While all 30 selected markers had the ability to discriminate the WM2 population from other populations, the best minimum number of markers was required from an economic point of view. For this reason, 12 MS markers were selected for the best minimum MS marker combination based on the highest Hexp and PIC values. Using this combination of 12 MS markers, the calculated PI, PIhalf-sibs, and PIsibs values were 3.23E-33, 5.03E-22, and 8.61E-08, respectively. A previous study, using 12 markers, reported PI, PIhalf-sibs, and PIsibs values of 7.98E-29, 2.28E-20, and 1.25E-8, respectively, for the discrimination of 5 lines of purebred KNCs [14]. These results suggest that the selected 12 markers have high polymorphism and are effective in discriminating the WM2 population from other populations (Figure 1).

jast-57-0-5-g1
Figure 1. The expected probability of identity values among genotypes of random individuals (PI), random half-sib(PIhalf-sibs) and random sibs (PIsibs) were suggested markers for discrimination of chicken lines.
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Genetic distance among WM2 and other populations

To establish genetic relationships among WM2 and the other populations, genetic distances were calculated using the alleles from the 12 selected MS markers. Nei et al. [21]’s genetic distance was calculated between WM2 and the other populations using a pairwise co-ancestry matrix according to the allele frequencies (Table 3). The lowest genetic distance (0.1375) was observed between the WM1 and CoL populations. The genetic distance between O chicken population and WM2 was the highest (0.791), followed by RIR and WM2 (0.788) (Table 3). Similarly, Suh et al. [25] reported the lowest genetic distance (0.092) between the WM1 and Hh populations and the highest genetic distance (0.690) between the RIR and White Leghorn breeds. This indicated that the WM1 and Hh populations originated from the same breed/ancestor for constructing the populations. Furthermore, according to the genetic distance values, our marker combination has a stronger discriminating power than that in the findings by Suh et al. [25]. On the other hand, close genetic distances of the WM1 population with the CoL, Hh, and RIR populations (0.1375, 0.2453, and 0.2478, respectively) were observed. These results support the findings by Suh et al. [25] that the WM1 and Hh populations have the same founder breeds as their genetic distances are close (Table 3). The WM2 population, however, has a genetic distance >0.690 indicating that different crossing combinations were applied between the WM2 and WM1 populations.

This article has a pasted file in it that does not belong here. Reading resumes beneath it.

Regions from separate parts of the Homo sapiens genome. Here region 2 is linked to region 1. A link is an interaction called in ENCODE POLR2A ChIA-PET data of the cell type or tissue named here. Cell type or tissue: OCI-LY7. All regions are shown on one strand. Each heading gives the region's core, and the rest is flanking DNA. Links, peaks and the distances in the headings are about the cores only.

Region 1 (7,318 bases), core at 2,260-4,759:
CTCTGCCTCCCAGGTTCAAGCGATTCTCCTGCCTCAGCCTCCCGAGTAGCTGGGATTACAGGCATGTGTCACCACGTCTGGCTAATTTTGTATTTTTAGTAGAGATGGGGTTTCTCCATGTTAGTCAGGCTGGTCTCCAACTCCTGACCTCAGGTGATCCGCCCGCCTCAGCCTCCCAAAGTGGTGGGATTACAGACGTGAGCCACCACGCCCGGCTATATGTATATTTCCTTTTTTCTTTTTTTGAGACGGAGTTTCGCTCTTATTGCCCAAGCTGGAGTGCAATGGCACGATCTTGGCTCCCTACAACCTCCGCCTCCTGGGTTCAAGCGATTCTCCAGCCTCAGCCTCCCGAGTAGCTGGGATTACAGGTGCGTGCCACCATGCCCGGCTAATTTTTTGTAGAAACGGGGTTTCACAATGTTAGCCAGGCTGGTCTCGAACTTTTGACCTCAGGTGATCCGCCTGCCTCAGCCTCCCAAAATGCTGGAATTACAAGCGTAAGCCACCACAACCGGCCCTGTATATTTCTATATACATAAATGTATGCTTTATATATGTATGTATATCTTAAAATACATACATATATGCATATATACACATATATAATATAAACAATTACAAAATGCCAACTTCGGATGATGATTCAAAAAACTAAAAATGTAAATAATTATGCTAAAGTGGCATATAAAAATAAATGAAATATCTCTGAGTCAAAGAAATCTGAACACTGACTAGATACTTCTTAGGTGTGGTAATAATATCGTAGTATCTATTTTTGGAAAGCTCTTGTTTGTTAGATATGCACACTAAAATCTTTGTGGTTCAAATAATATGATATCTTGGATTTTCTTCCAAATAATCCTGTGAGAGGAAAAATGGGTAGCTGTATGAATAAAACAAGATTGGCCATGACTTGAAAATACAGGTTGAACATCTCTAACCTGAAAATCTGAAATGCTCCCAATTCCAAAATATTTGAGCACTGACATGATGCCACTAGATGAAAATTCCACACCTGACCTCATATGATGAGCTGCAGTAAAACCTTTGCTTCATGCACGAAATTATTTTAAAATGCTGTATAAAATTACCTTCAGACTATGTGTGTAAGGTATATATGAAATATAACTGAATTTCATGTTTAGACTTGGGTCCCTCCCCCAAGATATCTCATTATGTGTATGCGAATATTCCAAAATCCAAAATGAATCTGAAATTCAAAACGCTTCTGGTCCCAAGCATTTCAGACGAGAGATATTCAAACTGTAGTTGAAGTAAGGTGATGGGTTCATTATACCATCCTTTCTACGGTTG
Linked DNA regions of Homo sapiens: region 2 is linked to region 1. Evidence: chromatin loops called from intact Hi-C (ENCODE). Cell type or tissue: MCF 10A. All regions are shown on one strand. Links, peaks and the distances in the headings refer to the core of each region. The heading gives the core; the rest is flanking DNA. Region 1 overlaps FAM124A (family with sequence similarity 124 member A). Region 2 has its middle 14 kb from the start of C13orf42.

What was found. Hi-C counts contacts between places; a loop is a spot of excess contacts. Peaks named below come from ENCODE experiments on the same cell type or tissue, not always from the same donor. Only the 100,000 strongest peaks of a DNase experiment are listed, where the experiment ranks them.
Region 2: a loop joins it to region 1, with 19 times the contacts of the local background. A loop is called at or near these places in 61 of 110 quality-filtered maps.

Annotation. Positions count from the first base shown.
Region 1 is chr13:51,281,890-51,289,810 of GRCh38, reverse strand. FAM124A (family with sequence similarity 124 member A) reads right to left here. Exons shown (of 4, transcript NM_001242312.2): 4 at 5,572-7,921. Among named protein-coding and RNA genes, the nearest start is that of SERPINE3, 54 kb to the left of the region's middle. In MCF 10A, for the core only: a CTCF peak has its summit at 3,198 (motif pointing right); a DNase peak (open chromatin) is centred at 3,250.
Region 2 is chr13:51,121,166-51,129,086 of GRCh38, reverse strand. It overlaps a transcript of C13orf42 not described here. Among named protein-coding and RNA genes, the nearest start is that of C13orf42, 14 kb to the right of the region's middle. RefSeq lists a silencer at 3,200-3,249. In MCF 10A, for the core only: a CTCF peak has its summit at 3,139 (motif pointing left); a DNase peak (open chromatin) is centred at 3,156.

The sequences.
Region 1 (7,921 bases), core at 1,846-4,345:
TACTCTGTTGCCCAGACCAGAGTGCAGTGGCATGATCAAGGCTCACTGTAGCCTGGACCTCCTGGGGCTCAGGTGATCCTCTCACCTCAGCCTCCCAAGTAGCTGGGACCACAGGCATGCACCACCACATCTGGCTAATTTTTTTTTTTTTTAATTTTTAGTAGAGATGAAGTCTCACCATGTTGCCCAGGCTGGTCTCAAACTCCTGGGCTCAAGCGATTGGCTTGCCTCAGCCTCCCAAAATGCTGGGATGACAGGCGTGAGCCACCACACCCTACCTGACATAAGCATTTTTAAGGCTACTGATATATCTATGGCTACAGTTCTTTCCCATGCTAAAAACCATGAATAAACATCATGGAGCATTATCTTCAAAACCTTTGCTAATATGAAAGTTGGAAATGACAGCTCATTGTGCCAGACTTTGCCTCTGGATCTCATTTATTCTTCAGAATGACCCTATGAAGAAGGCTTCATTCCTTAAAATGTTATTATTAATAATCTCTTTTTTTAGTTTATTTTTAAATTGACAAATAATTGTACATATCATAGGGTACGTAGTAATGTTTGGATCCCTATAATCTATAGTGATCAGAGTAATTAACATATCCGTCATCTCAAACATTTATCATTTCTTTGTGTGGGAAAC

Table 3. Matrix of genetic distances among nine populations*
BbCoLCoRHhHnORIRWm1Wm2
Bb-
CoL0.3267-
CoR0.32510.3906-
Hh0.27150.31140.3805-
Hn0.41890.40900.47380.4460-
O0.45870.40270.45430.49720.5287-
RIR0.43710.47020.53820.34940.54920.6302-
Wm10.27910.13750.33650.24530.36670.43410.2478-
Wm20.71020.72250.70950.71210.76180.79140.78780.6904-

*WM1 (Woorimatdag version 1), WM2 (Woorimatdag version 2), Hh (Hanhyup-3), Hn (Hyunin), RIR (Rhode Island Red), CoL (Cornish black), CoR (Cornish red), O (Ogye) and Br (Broiler).

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Phylogenetic and structure analysis of nine populations